Think you have all the ratings? If newly proposed FAA rules on drones get approved–it will take two years–as written, there will be a new type of “pilot” certificate (only required for commercial drone use) called Unmanned Aerial Systems Operator. (Can “Rocket Pilot” be far behind?) Most rule comment periods are 60 days, but apparently that limitation has been tossed away. Here’s the good news. An early draft of the regulations says you need to go to a Knowledge Test Center to take the written test. No previous flying experience, medical certificate, or pilot certificate is required. It must be repeated every two years. If you are already a pilot, you still have to get a UAS operator certificate. First there is an application process. You have to be 17 or older. Following that applicants must visit a flight instructor who signs them off for the written test. All this means we have a pool of potential pilots coming to the airport soon, since that is where many Knowledge Test Centers are located. Do you suppose if we treat them as one of the pilot community, they might actually become private pilots? How many will there be? We can be a lot more optimistic than the FAA. The FAA thinks there will only be 7,500 commerical-use drone pilots in the United States five years after the drone regs take effect. I just checked a Web photography site called SLR (single-lens reflex) Lounge Beta, and I believe the estimate I found there that there are 100,000 wedding photographers out there who want to be competitive, so could there be 20,000 who might want to get a certificate? Now then, the National Association of Realtors said in 2007 there were two million real estate agents in the United States working for 109,000 firms. A few thousand firms may want their own drone, or at least sign a contract with a local drone pilot. So, another 10,000? We’re leaving out a bunch of industries here that may send people to the local Knowledge Test Center. Welcome to aviation, folks.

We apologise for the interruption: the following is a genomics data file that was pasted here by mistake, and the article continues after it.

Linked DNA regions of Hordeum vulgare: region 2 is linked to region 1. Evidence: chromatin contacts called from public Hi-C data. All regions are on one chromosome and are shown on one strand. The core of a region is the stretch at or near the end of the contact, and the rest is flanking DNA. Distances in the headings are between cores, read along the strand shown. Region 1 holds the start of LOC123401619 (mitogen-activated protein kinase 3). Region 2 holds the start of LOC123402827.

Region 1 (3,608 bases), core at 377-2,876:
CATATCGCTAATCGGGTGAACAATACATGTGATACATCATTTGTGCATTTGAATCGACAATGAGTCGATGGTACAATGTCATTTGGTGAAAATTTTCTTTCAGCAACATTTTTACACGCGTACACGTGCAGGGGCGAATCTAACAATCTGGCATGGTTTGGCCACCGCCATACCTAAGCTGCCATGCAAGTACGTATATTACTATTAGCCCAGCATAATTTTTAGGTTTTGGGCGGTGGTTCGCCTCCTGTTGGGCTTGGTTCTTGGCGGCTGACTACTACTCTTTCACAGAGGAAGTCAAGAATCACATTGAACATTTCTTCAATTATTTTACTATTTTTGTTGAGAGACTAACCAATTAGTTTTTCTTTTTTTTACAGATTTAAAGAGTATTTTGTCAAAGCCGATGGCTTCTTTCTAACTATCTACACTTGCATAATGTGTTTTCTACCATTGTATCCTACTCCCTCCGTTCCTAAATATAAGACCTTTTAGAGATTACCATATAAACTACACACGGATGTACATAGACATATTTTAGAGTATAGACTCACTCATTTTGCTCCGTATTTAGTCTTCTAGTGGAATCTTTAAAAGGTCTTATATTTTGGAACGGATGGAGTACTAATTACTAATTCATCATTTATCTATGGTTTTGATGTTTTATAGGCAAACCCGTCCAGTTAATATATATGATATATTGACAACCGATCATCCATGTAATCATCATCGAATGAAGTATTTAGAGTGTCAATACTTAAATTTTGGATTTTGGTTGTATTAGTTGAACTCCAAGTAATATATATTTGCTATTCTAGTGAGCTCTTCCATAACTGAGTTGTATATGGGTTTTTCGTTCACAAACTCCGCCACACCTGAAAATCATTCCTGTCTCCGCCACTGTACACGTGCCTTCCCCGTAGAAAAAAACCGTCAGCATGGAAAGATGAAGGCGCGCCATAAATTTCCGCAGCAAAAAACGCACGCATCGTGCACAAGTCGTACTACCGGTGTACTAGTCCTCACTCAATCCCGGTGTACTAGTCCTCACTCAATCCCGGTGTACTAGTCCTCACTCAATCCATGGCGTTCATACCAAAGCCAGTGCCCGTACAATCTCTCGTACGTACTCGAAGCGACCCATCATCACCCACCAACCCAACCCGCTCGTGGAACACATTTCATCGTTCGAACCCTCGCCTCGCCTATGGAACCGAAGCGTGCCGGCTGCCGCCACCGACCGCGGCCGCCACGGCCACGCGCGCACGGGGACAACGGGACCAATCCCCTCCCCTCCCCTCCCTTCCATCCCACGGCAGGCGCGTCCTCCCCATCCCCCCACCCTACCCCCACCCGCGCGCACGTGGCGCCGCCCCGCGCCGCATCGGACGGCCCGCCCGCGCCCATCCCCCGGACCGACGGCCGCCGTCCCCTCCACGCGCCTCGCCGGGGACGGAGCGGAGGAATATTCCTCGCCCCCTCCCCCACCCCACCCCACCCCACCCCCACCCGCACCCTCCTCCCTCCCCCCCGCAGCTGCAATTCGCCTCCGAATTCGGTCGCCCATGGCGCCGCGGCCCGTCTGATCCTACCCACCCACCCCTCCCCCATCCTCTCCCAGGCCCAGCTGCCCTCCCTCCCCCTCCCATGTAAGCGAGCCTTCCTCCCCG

Editor’s note: You can get more details about the proposed rule and AOPA’s position on safely integrating drones into the National Airspace System in the story, “Proposed rules set limits on small UAS.”